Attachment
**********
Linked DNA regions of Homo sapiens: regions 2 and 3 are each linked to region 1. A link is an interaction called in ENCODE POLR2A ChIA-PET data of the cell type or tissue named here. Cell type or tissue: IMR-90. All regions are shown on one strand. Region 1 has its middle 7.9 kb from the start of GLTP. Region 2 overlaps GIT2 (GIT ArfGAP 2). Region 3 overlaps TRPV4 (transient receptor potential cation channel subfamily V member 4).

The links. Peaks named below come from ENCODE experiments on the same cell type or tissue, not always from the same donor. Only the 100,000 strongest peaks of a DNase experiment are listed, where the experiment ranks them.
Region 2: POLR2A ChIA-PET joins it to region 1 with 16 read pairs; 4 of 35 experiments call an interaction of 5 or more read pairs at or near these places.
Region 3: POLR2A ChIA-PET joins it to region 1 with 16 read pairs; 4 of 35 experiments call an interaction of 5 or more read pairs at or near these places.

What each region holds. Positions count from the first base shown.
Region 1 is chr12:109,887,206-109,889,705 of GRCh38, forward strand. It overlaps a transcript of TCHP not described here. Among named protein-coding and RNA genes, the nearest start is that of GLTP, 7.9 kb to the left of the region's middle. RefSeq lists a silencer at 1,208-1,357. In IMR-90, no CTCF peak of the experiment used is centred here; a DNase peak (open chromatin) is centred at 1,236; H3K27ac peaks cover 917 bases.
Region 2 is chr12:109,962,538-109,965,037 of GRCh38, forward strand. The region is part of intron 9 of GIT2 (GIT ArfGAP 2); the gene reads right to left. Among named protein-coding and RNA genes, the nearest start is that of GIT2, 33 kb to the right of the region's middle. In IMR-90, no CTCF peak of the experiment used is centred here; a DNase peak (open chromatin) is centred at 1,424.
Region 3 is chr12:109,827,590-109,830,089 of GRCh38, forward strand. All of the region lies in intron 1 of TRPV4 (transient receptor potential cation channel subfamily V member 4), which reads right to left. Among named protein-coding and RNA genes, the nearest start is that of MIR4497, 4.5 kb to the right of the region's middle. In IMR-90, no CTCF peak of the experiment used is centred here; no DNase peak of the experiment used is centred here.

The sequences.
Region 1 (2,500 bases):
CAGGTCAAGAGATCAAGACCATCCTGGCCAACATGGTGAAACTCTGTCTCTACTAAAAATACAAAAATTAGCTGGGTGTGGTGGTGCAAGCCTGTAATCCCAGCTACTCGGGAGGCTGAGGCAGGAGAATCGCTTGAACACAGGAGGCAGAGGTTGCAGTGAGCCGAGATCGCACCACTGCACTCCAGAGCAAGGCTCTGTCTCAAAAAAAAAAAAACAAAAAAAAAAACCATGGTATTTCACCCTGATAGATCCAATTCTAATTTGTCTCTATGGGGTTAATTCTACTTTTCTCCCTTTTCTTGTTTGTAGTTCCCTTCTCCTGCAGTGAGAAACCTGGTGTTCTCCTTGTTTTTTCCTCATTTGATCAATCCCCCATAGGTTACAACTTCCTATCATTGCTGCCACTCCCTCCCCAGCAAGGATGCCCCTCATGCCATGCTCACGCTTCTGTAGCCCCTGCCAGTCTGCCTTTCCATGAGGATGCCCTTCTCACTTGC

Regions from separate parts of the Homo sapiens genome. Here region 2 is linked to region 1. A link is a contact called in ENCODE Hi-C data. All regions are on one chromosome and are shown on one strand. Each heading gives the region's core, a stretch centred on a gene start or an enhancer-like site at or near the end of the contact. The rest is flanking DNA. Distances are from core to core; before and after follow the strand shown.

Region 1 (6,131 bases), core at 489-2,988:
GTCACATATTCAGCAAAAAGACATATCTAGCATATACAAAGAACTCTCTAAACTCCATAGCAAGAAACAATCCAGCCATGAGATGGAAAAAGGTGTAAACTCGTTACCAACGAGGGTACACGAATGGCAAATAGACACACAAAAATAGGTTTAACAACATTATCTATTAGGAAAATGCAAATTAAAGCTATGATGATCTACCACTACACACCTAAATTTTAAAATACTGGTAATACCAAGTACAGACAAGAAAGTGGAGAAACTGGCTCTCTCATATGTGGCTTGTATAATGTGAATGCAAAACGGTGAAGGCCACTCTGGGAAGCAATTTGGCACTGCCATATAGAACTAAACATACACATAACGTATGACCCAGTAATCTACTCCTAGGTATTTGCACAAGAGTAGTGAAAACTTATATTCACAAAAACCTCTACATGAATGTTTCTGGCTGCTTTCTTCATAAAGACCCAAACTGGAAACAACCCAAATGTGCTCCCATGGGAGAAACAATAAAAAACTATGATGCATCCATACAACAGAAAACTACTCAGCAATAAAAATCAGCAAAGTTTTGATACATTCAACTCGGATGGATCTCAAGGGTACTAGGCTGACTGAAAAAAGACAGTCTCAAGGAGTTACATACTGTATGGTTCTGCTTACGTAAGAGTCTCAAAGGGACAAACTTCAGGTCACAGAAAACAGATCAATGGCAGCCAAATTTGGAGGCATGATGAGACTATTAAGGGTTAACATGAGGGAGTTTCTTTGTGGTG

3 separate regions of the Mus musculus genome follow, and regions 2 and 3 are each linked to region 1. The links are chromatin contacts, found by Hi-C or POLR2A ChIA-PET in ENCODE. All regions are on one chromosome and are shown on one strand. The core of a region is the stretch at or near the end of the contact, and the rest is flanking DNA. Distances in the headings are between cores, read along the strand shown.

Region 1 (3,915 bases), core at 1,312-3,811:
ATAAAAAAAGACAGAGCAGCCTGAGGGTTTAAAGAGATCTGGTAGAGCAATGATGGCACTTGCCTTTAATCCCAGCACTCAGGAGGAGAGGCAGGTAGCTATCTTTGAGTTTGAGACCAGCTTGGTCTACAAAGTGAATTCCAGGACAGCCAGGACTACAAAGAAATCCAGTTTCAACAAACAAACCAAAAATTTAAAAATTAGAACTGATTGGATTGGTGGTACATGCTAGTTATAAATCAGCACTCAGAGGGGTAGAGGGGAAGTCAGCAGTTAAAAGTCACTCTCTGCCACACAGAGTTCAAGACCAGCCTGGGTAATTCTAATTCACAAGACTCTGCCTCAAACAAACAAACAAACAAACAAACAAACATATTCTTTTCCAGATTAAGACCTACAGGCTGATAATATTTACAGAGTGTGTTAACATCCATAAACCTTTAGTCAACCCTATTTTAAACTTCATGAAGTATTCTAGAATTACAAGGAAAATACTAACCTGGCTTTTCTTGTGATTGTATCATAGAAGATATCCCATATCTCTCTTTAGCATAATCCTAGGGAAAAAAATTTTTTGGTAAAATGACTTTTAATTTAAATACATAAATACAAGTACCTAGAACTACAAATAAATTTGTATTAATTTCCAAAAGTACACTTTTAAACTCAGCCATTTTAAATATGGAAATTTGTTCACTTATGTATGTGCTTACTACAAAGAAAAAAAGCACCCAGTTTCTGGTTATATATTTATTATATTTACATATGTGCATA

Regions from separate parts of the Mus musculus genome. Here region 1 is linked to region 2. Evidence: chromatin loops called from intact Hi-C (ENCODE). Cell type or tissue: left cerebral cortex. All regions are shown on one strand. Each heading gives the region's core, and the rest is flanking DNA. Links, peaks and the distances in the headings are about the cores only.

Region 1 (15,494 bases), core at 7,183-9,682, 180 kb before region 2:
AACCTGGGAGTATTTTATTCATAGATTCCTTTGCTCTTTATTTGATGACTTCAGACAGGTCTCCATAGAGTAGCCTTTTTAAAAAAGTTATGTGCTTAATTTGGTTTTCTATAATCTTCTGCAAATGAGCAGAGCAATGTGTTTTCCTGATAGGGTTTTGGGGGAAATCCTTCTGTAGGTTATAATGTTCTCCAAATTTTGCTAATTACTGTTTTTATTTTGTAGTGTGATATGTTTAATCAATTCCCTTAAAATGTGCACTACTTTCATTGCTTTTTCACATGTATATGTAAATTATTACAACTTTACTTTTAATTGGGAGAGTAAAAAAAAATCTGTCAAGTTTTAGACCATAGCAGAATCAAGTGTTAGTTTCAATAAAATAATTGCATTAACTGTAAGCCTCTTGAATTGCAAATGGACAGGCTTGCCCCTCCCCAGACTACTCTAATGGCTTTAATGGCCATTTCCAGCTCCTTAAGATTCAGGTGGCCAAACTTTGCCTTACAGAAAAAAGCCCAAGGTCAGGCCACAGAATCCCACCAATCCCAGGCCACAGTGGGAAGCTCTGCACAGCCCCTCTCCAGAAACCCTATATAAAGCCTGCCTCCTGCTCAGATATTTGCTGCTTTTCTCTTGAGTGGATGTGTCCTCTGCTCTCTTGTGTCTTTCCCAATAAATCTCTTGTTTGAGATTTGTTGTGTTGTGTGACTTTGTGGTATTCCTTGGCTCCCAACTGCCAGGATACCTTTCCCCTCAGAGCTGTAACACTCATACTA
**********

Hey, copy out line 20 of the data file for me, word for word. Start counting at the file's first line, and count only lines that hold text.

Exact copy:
AACCTGGGAGTATTTTATTCATAGATTCCTTTGCTCTTTATTTGATGACTTCAGACAGGTCTCCATAGAGTAGCCTTTTTAAAAAAGTTATGTGCTTAATTTGGTTTTCTATAATCTTCTGCAAATGAGCAGAGCAATGTGTTTTCCTGATAGGGTTTTGGGGGAAATCCTTCTGTAGGTTATAATGTTCTCCAAATTTTGCTAATTACTGTTTTTATTTTGTAGTGTGATATGTTTAATCAATTCCCTTAAAATGTGCACTACTTTCATTGCTTTTTCACATGTATATGTAAATTATTACAACTTTACTTTTAATTGGGAGAGTAAAAAAAAATCTGTCAAGTTTTAGACCATAGCAGAATCAAGTGTTAGTTTCAATAAAATAATTGCATTAACTGTAAGCCTCTTGAATTGCAAATGGACAGGCTTGCCCCTCCCCAGACTACTCTAATGGCTTTAATGGCCATTTCCAGCTCCTTAAGATTCAGGTGGCCAAACTTTGCCTTACAGAAAAAAGCCCAAGGTCAGGCCACAGAATCCCACCAATCCCAGGCCACAGTGGGAAGCTCTGCACAGCCCCTCTCCAGAAACCCTATATAAAGCCTGCCTCCTGCTCAGATATTTGCTGCTTTTCTCTTGAGTGGATGTGTCCTCTGCTCTCTTGTGTCTTTCCCAATAAATCTCTTGTTTGAGATTTGTTGTGTTGTGTGACTTTGTGGTATTCCTTGGCTCCCAACTGCCAGGATACCTTTCCCCTCAGAGCTGTAACACTCATACTA